Buying a home is an exciting life moment but it can be stressful when things go wrong.
In its annual survey of home buyers, Which? Mortgage Advisers found that two in three (66%) of those that had bought a home in the last two years experienced problems.
Below, we reveal the 10 most common issues home buyers face and explain steps you can take to solve or avoid them.
Over the last few years, lenders have had to tighten up their affordability criteria, making it tougher for borrowers to secure a deal.
One of the biggest problems home buyers faced was actually finding a suitable home to move to: afifth (18%) said they found it difficult to find a property that met their requirements.
If you're struggling to find a home in your ideal area that ticks all the boxes on schools, green spaces and price it might be worth exploring other neighbourhoods to find the perfect fit. Our guide tomight help.
Delays in the property chain provided the most common gripe, with nearly one in five (19%) home-movers affected by the issue when they last bought a home.
A property chain occurs when the seller (vendor) is also buying a property themselves, meaning more than one home is involved in a 'chain' of transactions.
The longer the chain, the greater the chances of delays and problems - and in some instances the chain can collapse entirely, leaving everyone back at square one.
Surveys were cited by 7% of home-buyers as causing problems when buying a home.
Getting a survey on the property you want to buy is a good way to get a better picture of the condition it's in and any work that may need doing.
However, house surveys are often complicated,and it can be difficult to get your head around some of the jargon used to describe the issues.
One in 12 (8%) survey respondents experienced issues with their conveyancer or property solicitor.
While it's not the most exciting aspect of home-buying, finding the right conveyancer is really important as they are key to setting the pace of the sale and keeping things moving.
Nearly one in 10 home buyers (9%) said they experienced sellers pulling out of the sale.
Sometimes, vendors are forced to pull out because their own purchase has fallen through, but it's not uncommon for people to simply change their mind.
Whatever the reason, there isn't much you can do if a seller pulls out before you exchange contracts.
According to our survey, 7% of home-buyers had been 'gazumped' before buying their current home.
'Gazumping' is where a seller accepts your offer on a property, but then backs out and accepts a higher offer from a different buyer.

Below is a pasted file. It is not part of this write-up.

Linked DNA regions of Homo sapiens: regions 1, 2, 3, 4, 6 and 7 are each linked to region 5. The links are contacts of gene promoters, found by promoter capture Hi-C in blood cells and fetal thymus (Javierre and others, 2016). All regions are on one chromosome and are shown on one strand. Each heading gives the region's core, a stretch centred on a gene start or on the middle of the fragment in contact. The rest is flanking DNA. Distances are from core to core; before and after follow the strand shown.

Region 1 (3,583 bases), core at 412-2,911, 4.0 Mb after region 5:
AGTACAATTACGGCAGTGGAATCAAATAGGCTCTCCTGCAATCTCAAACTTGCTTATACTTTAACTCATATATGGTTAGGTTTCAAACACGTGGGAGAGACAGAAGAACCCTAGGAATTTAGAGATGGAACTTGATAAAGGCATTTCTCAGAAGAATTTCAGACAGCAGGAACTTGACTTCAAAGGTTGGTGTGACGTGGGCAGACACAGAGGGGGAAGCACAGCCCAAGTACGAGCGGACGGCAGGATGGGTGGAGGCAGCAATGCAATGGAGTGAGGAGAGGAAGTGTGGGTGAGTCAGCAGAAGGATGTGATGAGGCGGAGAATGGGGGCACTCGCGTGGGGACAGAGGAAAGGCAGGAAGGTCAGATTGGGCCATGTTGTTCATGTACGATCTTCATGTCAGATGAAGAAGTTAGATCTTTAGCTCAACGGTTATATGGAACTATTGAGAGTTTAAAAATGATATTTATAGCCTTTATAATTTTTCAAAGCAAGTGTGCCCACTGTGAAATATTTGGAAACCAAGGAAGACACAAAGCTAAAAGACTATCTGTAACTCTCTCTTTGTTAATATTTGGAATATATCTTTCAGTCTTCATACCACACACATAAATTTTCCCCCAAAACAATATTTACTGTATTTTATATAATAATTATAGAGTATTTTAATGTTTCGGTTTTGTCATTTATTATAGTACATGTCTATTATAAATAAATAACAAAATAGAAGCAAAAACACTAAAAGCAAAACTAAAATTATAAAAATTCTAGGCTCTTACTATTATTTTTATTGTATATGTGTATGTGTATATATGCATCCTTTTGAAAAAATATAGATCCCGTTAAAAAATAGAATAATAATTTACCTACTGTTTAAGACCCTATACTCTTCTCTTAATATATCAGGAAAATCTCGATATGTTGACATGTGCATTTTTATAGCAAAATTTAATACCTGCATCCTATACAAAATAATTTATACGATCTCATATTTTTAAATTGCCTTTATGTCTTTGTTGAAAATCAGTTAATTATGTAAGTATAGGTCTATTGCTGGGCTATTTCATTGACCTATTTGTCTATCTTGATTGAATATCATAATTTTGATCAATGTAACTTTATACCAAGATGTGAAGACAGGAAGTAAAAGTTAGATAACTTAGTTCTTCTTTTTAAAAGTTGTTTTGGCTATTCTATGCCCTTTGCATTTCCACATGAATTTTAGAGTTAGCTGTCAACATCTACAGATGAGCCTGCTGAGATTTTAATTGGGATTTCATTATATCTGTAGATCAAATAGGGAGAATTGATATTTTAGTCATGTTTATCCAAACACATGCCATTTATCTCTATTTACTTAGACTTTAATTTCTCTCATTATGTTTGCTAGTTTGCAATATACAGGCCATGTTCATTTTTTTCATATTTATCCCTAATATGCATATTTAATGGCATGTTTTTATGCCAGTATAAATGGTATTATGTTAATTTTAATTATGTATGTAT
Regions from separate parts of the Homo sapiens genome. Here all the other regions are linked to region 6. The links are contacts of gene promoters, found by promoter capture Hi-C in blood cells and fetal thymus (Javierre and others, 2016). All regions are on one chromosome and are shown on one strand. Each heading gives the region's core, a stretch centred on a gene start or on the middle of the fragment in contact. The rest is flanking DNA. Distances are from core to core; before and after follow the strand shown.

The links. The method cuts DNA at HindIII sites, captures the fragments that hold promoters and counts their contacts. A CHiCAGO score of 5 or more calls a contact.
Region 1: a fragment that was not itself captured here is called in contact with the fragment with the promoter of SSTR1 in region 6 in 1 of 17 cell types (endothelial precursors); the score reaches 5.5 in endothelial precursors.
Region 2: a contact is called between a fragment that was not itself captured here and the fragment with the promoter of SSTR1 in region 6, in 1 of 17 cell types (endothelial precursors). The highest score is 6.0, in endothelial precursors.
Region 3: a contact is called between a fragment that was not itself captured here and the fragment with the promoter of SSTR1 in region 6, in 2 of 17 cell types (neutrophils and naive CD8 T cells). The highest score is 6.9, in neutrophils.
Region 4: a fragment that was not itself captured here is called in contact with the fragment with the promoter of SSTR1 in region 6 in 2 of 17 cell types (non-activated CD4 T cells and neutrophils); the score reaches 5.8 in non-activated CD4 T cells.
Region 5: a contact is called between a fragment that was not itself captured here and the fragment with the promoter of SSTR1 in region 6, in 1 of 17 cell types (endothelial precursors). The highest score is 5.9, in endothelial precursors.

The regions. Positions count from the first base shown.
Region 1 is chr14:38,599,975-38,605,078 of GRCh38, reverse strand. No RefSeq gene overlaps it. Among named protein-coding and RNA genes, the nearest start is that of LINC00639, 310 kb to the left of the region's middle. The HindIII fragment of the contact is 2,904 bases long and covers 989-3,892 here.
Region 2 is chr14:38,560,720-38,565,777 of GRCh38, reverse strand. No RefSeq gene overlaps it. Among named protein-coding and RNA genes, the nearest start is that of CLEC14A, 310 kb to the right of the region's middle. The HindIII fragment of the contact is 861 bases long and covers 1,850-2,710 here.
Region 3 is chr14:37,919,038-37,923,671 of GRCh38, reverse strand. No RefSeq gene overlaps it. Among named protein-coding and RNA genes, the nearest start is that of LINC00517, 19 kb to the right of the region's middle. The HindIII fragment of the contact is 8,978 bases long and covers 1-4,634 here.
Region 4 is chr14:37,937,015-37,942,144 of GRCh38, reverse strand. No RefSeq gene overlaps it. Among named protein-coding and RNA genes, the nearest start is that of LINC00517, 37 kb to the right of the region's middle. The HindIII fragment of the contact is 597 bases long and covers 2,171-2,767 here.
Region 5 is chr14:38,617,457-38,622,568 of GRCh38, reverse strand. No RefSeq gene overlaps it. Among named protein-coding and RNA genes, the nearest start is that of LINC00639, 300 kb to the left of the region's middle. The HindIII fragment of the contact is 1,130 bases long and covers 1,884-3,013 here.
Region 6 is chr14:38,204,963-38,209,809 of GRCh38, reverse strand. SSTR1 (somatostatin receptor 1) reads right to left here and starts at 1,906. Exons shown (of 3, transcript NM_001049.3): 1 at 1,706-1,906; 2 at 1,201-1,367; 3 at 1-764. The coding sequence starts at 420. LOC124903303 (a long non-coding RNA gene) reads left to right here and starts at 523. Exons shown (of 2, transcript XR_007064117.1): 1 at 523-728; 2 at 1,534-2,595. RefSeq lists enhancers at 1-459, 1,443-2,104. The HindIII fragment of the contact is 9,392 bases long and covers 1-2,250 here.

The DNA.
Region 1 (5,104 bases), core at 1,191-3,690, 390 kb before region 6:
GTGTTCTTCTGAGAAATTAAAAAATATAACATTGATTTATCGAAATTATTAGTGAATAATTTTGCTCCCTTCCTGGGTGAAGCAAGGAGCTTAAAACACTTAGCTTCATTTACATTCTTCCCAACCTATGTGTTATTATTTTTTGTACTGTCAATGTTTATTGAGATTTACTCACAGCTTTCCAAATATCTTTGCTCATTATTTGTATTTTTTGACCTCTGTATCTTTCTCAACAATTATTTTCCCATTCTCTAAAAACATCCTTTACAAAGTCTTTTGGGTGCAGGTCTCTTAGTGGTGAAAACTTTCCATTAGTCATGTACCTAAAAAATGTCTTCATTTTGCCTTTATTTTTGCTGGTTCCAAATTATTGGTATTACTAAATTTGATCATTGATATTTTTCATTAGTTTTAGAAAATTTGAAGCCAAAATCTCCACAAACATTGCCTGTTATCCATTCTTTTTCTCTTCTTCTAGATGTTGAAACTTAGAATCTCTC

Frustratingly, getting gazumped means you not only lose out on your ideal home but also any money spent on searches, surveys, solicitor fees and mortgage applications.
Completion day is the final hurdle in the home-buying process - and as many as one in eight (12%) said they experienced problems at this stage.
When you exchange contracts you normally set a completion date (typically two weeks later), which is the day you get the keys for your new home and your mortgage company releases any remaining funds to the seller.
However, if you're part of a long chain it can take a while for the funds to be released for each party, so it's important to have a backup plan like having a place to stay should your completion day be set back.
You might think that getting all the way to moving day means an end to the stress but one in 10 (10%) home buyers revealed they experienced a problem with their removal company.
A removal company will help pack up your things and move them to your new home. It sounds simple enough but there's a fine art to packing fragile items so that they're protected in transit and manoeuvring cumbersome pieces of furniture safely and without any damage.
Finding a decent removals firm with availability on the day you want to move isn't always easy, so make sure you take the time to do some research by looking at reviews, getting quotes and checking they have insurance.
Once you get your foot in the door you might be met with an unpleasant surprise - in fact one in seven (13%) homebuyers surveyed said the property they bought was left in a poor condition or with unexpected furniture.
This can be a headache to resolve as large, bulky items cost money to get rid of.
To avoid this happening to you it's a good idea to have it written into your purchase agreement that the seller leaves the property in good order.
If they leave a lot of items that weren't mentioned on the fixtures and fittings form they completed during the conveyancing process, you are within your rights to make a complaint.
David Blake, Principal Mortgage Adviser at Which? Mortgage Advisers, said: 'Moving home can be time-consuming, stressful and expensive - and while some problems will be out of your control, there are certain steps you can take.
'Clearer communication and opting for well-respected mortgage advisers, removal companies and conveyancers who are able to work to your timescales can all help to give you a smooth move.'
Based on a December 2017 survey of 2,000 people who'd bought a property within the last two years